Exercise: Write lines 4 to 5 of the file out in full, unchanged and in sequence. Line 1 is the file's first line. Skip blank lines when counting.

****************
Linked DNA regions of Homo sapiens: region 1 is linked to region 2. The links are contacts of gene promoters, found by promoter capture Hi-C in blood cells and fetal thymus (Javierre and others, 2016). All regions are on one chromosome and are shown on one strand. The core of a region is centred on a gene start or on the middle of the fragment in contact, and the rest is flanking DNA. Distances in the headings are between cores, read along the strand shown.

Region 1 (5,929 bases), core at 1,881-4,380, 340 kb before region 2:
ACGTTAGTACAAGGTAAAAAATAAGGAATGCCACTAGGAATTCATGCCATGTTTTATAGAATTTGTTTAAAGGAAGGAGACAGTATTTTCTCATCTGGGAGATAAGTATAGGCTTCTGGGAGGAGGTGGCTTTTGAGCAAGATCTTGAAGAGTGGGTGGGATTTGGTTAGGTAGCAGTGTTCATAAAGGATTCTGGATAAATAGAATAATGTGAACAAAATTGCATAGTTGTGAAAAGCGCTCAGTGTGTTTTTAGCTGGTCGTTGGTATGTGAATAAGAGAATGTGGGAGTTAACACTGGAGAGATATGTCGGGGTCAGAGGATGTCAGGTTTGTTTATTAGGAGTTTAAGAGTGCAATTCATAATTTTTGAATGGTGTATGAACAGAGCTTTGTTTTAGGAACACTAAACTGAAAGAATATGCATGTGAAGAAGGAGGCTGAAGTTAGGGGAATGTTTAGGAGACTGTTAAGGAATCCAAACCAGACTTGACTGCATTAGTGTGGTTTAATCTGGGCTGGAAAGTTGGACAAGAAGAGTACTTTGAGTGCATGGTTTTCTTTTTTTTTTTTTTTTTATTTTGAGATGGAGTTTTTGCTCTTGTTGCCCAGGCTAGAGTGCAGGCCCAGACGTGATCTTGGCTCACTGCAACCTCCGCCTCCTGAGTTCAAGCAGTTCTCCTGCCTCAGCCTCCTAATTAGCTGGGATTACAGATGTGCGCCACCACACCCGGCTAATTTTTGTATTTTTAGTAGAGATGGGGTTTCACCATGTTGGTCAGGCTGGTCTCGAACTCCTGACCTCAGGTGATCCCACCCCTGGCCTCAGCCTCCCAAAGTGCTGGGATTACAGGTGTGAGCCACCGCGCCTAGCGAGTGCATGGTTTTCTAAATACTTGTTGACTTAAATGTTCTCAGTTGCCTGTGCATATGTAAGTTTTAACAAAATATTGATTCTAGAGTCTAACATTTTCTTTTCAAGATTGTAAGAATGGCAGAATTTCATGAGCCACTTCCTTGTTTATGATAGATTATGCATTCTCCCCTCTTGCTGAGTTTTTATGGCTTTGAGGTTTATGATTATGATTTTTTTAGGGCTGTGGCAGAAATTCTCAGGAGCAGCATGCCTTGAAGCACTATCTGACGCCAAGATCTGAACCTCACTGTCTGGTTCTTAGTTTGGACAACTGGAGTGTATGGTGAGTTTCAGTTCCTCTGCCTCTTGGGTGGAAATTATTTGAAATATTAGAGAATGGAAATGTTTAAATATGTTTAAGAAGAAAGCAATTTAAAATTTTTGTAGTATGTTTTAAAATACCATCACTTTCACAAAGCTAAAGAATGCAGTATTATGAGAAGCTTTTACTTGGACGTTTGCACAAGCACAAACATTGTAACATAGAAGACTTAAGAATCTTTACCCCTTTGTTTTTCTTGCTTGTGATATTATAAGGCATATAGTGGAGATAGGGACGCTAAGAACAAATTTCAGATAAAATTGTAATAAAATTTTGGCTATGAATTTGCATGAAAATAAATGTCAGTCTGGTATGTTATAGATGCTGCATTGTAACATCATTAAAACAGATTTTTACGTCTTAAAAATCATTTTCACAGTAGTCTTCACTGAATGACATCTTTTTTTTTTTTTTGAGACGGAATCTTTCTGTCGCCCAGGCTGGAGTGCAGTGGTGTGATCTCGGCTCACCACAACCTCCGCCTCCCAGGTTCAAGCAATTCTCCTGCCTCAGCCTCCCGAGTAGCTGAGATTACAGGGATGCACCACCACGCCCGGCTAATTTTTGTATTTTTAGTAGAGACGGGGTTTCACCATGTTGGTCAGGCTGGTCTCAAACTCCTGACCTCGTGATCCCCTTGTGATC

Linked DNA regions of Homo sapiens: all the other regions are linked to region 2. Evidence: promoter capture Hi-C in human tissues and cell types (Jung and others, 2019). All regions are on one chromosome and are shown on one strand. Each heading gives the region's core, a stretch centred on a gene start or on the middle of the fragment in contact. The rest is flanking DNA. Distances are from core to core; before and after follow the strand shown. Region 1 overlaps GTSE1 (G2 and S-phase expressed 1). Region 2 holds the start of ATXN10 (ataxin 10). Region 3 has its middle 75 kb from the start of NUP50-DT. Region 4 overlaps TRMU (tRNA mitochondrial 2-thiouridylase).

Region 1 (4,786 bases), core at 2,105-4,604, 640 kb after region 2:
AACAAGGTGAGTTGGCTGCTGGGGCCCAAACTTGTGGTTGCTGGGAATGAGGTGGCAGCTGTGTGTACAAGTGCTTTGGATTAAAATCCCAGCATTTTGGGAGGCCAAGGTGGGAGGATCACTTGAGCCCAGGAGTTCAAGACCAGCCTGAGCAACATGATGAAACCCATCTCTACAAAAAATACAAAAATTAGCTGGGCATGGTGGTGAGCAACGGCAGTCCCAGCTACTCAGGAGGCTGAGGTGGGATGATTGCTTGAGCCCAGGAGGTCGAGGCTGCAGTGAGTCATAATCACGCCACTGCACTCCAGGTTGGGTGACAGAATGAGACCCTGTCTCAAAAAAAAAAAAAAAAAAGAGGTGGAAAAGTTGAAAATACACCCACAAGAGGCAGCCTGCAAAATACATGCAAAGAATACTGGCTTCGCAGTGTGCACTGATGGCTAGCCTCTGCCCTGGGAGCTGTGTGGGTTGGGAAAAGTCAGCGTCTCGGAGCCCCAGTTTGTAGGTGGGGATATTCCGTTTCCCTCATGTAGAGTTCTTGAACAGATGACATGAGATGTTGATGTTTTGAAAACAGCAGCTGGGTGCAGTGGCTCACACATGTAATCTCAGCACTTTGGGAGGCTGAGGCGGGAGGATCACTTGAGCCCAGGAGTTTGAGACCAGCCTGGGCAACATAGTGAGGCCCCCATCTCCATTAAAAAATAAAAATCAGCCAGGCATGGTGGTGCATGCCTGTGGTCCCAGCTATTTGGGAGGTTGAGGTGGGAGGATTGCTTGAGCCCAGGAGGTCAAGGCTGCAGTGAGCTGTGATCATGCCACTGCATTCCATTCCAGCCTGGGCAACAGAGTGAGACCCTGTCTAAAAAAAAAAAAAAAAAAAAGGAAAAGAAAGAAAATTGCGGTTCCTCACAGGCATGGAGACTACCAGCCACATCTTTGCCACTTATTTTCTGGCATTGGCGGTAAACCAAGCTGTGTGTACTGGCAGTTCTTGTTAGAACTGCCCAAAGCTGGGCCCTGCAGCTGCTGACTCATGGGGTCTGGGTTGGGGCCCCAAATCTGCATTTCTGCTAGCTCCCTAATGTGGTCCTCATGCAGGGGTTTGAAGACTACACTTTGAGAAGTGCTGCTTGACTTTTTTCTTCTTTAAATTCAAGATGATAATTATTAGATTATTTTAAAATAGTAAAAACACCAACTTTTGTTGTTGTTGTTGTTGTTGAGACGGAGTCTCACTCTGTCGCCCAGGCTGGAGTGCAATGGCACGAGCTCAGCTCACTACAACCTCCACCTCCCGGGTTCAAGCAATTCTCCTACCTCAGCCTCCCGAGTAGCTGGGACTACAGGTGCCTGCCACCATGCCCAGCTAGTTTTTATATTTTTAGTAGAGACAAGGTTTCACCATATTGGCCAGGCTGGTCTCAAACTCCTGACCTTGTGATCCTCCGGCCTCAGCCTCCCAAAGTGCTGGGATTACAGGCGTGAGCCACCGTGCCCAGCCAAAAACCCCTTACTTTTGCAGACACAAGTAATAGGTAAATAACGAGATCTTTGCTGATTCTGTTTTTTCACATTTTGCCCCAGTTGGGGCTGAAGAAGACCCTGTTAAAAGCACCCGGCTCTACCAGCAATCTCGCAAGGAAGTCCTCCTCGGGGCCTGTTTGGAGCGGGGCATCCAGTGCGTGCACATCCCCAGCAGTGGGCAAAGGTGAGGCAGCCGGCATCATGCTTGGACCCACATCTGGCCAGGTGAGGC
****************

Linked DNA regions of Homo sapiens: all the other regions are linked to region 2. Evidence: promoter capture Hi-C in human tissues and cell types (Jung and others, 2019). All regions are on one chromosome and are shown on one strand. Each heading gives the region's core, a stretch centred on a gene start or on the middle of the fragment in contact. The rest is flanking DNA. Distances are from core to core; before and after follow the strand shown. Region 1 overlaps GTSE1 (G2 and S-phase expressed 1). Region 2 holds the start of ATXN10 (ataxin 10). Region 3 has its middle 75 kb from the start of NUP50-DT. Region 4 overlaps TRMU (tRNA mitochondrial 2-thiouridylase).

Region 1 (4,786 bases), core at 2,105-4,604, 640 kb after region 2: